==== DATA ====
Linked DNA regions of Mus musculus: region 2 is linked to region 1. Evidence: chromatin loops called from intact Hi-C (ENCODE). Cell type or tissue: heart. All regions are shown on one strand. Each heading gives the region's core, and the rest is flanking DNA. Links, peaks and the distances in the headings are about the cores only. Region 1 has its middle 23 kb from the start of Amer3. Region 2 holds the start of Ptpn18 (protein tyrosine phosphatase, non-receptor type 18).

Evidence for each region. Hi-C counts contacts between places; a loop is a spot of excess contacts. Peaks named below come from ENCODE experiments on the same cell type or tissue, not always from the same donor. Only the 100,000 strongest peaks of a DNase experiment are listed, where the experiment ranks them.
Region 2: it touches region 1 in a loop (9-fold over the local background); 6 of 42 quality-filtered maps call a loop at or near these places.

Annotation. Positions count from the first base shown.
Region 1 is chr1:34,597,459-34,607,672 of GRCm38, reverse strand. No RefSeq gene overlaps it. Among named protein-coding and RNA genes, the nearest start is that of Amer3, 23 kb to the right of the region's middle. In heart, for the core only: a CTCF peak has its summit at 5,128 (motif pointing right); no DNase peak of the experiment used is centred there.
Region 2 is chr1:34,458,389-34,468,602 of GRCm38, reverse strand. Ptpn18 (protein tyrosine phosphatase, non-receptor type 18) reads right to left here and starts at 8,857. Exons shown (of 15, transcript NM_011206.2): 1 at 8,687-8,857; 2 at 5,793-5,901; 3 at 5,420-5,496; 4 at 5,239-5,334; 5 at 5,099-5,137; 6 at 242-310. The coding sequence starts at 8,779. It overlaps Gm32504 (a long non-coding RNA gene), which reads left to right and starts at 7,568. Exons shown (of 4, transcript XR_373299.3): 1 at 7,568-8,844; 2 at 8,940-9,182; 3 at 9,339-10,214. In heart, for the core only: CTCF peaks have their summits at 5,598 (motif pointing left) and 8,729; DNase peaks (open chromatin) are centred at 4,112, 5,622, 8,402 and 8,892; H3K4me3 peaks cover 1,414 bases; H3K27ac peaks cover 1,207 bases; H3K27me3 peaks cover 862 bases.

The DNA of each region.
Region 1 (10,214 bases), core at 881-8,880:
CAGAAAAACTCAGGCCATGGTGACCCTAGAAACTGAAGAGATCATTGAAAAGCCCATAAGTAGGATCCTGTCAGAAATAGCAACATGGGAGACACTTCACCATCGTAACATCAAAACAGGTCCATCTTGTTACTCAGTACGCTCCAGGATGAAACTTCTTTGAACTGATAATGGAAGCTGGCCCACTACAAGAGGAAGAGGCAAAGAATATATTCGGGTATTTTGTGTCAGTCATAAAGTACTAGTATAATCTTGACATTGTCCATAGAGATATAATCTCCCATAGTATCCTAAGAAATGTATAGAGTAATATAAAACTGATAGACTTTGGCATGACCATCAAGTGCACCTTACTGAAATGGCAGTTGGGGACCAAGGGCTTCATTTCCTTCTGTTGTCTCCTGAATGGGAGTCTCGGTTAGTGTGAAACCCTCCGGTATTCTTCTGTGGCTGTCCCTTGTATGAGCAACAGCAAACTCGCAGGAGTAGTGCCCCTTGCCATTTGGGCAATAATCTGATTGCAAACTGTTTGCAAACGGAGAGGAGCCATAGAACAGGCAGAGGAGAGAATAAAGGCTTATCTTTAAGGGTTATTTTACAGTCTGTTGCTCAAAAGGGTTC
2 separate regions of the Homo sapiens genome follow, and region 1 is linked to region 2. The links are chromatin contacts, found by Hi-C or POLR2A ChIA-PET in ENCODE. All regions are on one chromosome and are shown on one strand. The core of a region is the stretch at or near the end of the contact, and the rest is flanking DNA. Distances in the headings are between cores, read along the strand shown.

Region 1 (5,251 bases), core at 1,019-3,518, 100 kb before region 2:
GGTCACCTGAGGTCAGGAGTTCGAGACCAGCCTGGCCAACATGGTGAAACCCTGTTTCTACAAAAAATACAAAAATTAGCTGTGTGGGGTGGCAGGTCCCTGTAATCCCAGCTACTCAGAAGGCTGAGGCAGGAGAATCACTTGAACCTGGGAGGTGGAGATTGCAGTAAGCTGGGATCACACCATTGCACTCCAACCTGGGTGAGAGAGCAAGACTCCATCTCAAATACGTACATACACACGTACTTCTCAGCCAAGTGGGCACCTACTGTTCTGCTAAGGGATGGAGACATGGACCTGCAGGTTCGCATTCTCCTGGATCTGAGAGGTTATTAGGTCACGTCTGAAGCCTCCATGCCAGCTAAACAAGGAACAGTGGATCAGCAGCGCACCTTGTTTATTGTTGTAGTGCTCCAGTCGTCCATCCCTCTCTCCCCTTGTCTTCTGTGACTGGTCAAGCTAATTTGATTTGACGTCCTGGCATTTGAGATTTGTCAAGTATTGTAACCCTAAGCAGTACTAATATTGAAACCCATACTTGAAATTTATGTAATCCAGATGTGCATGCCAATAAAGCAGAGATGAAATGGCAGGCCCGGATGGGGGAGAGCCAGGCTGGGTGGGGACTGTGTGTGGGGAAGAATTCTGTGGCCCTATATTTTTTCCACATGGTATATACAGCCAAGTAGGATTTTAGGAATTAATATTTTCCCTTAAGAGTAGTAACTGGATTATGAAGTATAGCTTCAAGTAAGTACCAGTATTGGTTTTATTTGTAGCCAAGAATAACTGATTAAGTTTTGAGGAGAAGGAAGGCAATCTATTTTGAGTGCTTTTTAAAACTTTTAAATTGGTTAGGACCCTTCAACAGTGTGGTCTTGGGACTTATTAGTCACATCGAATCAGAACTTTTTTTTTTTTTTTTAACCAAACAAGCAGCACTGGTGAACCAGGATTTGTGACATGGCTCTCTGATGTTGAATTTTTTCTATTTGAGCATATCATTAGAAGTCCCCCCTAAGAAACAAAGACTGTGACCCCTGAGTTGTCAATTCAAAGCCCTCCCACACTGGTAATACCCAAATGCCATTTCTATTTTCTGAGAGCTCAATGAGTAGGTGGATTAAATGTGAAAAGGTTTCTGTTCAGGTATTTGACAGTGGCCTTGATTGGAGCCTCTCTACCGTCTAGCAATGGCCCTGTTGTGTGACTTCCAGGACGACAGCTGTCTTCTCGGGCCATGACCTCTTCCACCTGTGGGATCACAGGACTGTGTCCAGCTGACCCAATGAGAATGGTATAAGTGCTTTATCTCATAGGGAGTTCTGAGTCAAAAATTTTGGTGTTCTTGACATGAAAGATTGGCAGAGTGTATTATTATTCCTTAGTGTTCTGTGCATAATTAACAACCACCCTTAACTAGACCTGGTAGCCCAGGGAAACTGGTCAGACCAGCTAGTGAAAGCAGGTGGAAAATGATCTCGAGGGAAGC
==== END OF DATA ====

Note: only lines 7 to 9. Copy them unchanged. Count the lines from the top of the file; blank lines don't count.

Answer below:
The DNA of each region.
Region 1 (10,214 bases), core at 881-8,880:
CAGAAAAACTCAGGCCATGGTGACCCTAGAAACTGAAGAGATCATTGAAAAGCCCATAAGTAGGATCCTGTCAGAAATAGCAACATGGGAGACACTTCACCATCGTAACATCAAAACAGGTCCATCTTGTTACTCAGTACGCTCCAGGATGAAACTTCTTTGAACTGATAATGGAAGCTGGCCCACTACAAGAGGAAGAGGCAAAGAATATATTCGGGTATTTTGTGTCAGTCATAAAGTACTAGTATAATCTTGACATTGTCCATAGAGATATAATCTCCCATAGTATCCTAAGAAATGTATAGAGTAATATAAAACTGATAGACTTTGGCATGACCATCAAGTGCACCTTACTGAAATGGCAGTTGGGGACCAAGGGCTTCATTTCCTTCTGTTGTCTCCTGAATGGGAGTCTCGGTTAGTGTGAAACCCTCCGGTATTCTTCTGTGGCTGTCCCTTGTATGAGCAACAGCAAACTCGCAGGAGTAGTGCCCCTTGCCATTTGGGCAATAATCTGATTGCAAACTGTTTGCAAACGGAGAGGAGCCATAGAACAGGCAGAGGAGAGAATAAAGGCTTATCTTTAAGGGTTATTTTACAGTCTGTTGCTCAAAAGGGTTC